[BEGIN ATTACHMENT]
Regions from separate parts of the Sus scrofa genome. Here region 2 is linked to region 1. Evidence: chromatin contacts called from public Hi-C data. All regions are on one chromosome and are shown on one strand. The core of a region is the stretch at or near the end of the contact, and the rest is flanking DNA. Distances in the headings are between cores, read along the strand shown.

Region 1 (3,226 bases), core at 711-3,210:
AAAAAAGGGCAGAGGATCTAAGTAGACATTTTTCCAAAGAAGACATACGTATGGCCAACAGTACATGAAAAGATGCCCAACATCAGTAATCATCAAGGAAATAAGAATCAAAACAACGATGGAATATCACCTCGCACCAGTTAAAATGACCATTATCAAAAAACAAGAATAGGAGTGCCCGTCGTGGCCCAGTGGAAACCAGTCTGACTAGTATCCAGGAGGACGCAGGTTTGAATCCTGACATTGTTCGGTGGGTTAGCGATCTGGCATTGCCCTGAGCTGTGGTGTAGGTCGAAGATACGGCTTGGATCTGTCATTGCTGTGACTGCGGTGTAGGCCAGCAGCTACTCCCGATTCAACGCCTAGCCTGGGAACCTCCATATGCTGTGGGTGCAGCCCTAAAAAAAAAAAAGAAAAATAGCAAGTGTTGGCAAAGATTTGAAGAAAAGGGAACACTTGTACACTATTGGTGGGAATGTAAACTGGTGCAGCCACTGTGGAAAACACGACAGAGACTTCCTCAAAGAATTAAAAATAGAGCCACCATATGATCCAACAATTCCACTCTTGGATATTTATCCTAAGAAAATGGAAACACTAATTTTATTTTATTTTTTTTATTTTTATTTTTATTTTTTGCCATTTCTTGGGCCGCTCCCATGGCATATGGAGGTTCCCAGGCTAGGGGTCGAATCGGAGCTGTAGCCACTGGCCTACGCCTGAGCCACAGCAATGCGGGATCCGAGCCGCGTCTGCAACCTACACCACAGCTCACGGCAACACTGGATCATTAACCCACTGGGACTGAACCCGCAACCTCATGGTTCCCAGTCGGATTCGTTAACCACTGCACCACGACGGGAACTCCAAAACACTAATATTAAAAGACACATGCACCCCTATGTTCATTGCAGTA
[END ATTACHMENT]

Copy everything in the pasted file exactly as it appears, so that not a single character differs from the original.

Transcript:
Regions from separate parts of the Sus scrofa genome. Here region 2 is linked to region 1. Evidence: chromatin contacts called from public Hi-C data. All regions are on one chromosome and are shown on one strand. The core of a region is the stretch at or near the end of the contact, and the rest is flanking DNA. Distances in the headings are between cores, read along the strand shown.

Region 1 (3,226 bases), core at 711-3,210:
AAAAAAGGGCAGAGGATCTAAGTAGACATTTTTCCAAAGAAGACATACGTATGGCCAACAGTACATGAAAAGATGCCCAACATCAGTAATCATCAAGGAAATAAGAATCAAAACAACGATGGAATATCACCTCGCACCAGTTAAAATGACCATTATCAAAAAACAAGAATAGGAGTGCCCGTCGTGGCCCAGTGGAAACCAGTCTGACTAGTATCCAGGAGGACGCAGGTTTGAATCCTGACATTGTTCGGTGGGTTAGCGATCTGGCATTGCCCTGAGCTGTGGTGTAGGTCGAAGATACGGCTTGGATCTGTCATTGCTGTGACTGCGGTGTAGGCCAGCAGCTACTCCCGATTCAACGCCTAGCCTGGGAACCTCCATATGCTGTGGGTGCAGCCCTAAAAAAAAAAAAGAAAAATAGCAAGTGTTGGCAAAGATTTGAAGAAAAGGGAACACTTGTACACTATTGGTGGGAATGTAAACTGGTGCAGCCACTGTGGAAAACACGACAGAGACTTCCTCAAAGAATTAAAAATAGAGCCACCATATGATCCAACAATTCCACTCTTGGATATTTATCCTAAGAAAATGGAAACACTAATTTTATTTTATTTTTTTTATTTTTATTTTTATTTTTTGCCATTTCTTGGGCCGCTCCCATGGCATATGGAGGTTCCCAGGCTAGGGGTCGAATCGGAGCTGTAGCCACTGGCCTACGCCTGAGCCACAGCAATGCGGGATCCGAGCCGCGTCTGCAACCTACACCACAGCTCACGGCAACACTGGATCATTAACCCACTGGGACTGAACCCGCAACCTCATGGTTCCCAGTCGGATTCGTTAACCACTGCACCACGACGGGAACTCCAAAACACTAATATTAAAAGACACATGCACCCCTATGTTCATTGCAGTA